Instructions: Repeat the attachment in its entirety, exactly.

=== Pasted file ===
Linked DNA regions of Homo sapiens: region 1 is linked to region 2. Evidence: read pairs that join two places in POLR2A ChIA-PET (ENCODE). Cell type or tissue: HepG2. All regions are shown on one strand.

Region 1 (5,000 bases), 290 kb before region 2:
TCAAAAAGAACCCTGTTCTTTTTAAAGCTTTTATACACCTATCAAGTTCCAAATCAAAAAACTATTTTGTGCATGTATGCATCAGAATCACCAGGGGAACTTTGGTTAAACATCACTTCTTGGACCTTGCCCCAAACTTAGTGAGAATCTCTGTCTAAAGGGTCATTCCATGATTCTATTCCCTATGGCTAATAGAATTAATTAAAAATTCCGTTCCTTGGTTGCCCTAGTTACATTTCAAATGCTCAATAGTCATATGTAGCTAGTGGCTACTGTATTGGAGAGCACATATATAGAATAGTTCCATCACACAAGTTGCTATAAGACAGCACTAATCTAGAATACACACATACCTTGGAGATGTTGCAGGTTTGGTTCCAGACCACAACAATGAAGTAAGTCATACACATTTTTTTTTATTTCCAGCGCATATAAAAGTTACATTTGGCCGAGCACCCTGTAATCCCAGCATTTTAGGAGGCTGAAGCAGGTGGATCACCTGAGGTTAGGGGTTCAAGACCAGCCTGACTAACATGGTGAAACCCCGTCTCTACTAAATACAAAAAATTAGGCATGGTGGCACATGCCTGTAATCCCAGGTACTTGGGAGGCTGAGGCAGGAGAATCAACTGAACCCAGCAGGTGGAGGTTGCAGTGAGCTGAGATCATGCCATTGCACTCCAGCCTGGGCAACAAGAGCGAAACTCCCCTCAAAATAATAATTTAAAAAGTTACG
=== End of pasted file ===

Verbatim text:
Linked DNA regions of Homo sapiens: region 1 is linked to region 2. Evidence: read pairs that join two places in POLR2A ChIA-PET (ENCODE). Cell type or tissue: HepG2. All regions are shown on one strand.

Region 1 (5,000 bases), 290 kb before region 2:
TCAAAAAGAACCCTGTTCTTTTTAAAGCTTTTATACACCTATCAAGTTCCAAATCAAAAAACTATTTTGTGCATGTATGCATCAGAATCACCAGGGGAACTTTGGTTAAACATCACTTCTTGGACCTTGCCCCAAACTTAGTGAGAATCTCTGTCTAAAGGGTCATTCCATGATTCTATTCCCTATGGCTAATAGAATTAATTAAAAATTCCGTTCCTTGGTTGCCCTAGTTACATTTCAAATGCTCAATAGTCATATGTAGCTAGTGGCTACTGTATTGGAGAGCACATATATAGAATAGTTCCATCACACAAGTTGCTATAAGACAGCACTAATCTAGAATACACACATACCTTGGAGATGTTGCAGGTTTGGTTCCAGACCACAACAATGAAGTAAGTCATACACATTTTTTTTTATTTCCAGCGCATATAAAAGTTACATTTGGCCGAGCACCCTGTAATCCCAGCATTTTAGGAGGCTGAAGCAGGTGGATCACCTGAGGTTAGGGGTTCAAGACCAGCCTGACTAACATGGTGAAACCCCGTCTCTACTAAATACAAAAAATTAGGCATGGTGGCACATGCCTGTAATCCCAGGTACTTGGGAGGCTGAGGCAGGAGAATCAACTGAACCCAGCAGGTGGAGGTTGCAGTGAGCTGAGATCATGCCATTGCACTCCAGCCTGGGCAACAAGAGCGAAACTCCCCTCAAAATAATAATTTAAAAAGTTACG